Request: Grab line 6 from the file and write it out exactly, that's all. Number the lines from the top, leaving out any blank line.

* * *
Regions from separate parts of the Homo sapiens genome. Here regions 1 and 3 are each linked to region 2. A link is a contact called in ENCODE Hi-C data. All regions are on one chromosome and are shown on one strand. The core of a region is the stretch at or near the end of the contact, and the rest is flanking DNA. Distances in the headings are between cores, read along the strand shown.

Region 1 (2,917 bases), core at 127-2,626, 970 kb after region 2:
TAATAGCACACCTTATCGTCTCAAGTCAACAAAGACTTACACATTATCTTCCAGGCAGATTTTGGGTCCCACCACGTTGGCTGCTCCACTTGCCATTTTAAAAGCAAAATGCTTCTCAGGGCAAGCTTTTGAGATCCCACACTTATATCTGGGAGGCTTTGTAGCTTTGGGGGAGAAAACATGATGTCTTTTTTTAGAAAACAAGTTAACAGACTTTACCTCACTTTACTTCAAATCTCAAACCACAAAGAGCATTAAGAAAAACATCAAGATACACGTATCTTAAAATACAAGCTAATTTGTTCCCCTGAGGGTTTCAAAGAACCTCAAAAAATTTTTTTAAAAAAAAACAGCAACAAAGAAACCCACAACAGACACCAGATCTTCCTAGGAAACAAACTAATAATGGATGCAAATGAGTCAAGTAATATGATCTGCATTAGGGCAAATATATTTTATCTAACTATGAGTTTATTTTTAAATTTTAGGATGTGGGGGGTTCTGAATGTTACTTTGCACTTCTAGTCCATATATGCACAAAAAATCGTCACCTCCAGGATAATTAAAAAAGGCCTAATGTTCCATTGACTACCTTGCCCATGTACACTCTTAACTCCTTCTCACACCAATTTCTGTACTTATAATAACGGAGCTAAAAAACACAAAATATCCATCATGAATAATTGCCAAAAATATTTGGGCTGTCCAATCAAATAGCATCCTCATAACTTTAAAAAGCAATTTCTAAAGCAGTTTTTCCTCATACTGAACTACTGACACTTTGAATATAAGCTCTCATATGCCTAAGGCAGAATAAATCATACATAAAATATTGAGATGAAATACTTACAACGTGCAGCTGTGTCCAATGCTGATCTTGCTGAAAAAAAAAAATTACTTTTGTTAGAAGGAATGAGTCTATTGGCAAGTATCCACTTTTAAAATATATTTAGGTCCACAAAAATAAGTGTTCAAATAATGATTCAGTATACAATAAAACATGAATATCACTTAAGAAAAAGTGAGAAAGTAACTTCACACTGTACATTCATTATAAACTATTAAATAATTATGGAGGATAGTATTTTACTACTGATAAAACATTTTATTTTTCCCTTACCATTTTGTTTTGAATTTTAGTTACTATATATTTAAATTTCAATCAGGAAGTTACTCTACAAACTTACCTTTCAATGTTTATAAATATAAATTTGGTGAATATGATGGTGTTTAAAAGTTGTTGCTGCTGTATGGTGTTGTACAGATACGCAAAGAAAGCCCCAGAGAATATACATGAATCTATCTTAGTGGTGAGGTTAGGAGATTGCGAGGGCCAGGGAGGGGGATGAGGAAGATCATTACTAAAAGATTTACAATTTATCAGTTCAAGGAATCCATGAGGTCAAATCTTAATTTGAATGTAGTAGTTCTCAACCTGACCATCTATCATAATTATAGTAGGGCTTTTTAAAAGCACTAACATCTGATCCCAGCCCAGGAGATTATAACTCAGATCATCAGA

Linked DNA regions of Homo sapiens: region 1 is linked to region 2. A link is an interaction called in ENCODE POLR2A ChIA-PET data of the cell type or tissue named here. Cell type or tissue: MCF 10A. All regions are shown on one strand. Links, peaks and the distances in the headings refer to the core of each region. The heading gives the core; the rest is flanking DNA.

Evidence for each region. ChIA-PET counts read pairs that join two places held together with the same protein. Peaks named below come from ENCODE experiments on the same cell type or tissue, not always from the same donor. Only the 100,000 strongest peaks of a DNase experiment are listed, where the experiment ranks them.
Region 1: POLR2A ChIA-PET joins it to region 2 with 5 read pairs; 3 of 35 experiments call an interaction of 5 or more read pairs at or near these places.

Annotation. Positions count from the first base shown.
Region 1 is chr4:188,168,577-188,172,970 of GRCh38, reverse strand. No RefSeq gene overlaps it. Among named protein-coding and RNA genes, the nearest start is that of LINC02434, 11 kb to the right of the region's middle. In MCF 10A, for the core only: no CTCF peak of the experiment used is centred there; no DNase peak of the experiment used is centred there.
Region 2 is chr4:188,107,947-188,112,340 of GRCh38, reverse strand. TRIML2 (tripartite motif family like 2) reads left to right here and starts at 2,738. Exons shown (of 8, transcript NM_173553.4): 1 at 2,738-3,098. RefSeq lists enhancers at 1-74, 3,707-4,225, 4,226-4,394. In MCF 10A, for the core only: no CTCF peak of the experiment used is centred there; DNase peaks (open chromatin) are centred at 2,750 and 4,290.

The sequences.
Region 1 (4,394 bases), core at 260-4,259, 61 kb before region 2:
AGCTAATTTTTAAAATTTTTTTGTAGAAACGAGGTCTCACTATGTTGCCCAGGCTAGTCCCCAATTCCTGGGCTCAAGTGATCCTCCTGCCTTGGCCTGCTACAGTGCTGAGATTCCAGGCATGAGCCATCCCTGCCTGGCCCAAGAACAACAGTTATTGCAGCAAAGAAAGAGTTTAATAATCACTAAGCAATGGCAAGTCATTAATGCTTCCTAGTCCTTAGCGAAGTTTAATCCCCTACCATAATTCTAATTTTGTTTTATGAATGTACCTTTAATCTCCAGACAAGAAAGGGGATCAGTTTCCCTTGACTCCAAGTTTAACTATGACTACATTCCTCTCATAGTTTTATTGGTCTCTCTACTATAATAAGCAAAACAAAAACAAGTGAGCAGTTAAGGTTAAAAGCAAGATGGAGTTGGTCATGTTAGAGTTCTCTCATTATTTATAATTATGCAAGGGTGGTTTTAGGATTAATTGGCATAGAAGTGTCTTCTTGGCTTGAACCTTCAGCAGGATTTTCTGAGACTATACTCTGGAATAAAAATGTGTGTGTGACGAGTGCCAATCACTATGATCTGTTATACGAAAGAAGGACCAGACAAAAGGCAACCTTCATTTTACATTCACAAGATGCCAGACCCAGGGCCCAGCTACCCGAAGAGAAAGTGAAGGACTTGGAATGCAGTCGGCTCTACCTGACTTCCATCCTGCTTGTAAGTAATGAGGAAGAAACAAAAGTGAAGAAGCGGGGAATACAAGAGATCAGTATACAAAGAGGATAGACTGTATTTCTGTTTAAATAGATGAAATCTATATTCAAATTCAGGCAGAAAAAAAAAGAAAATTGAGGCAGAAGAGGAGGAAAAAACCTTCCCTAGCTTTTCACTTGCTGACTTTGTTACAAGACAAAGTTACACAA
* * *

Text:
Region 1: POLR2A ChIA-PET joins it to region 2 with 5 read pairs; 3 of 35 experiments call an interaction of 5 or more read pairs at or near these places.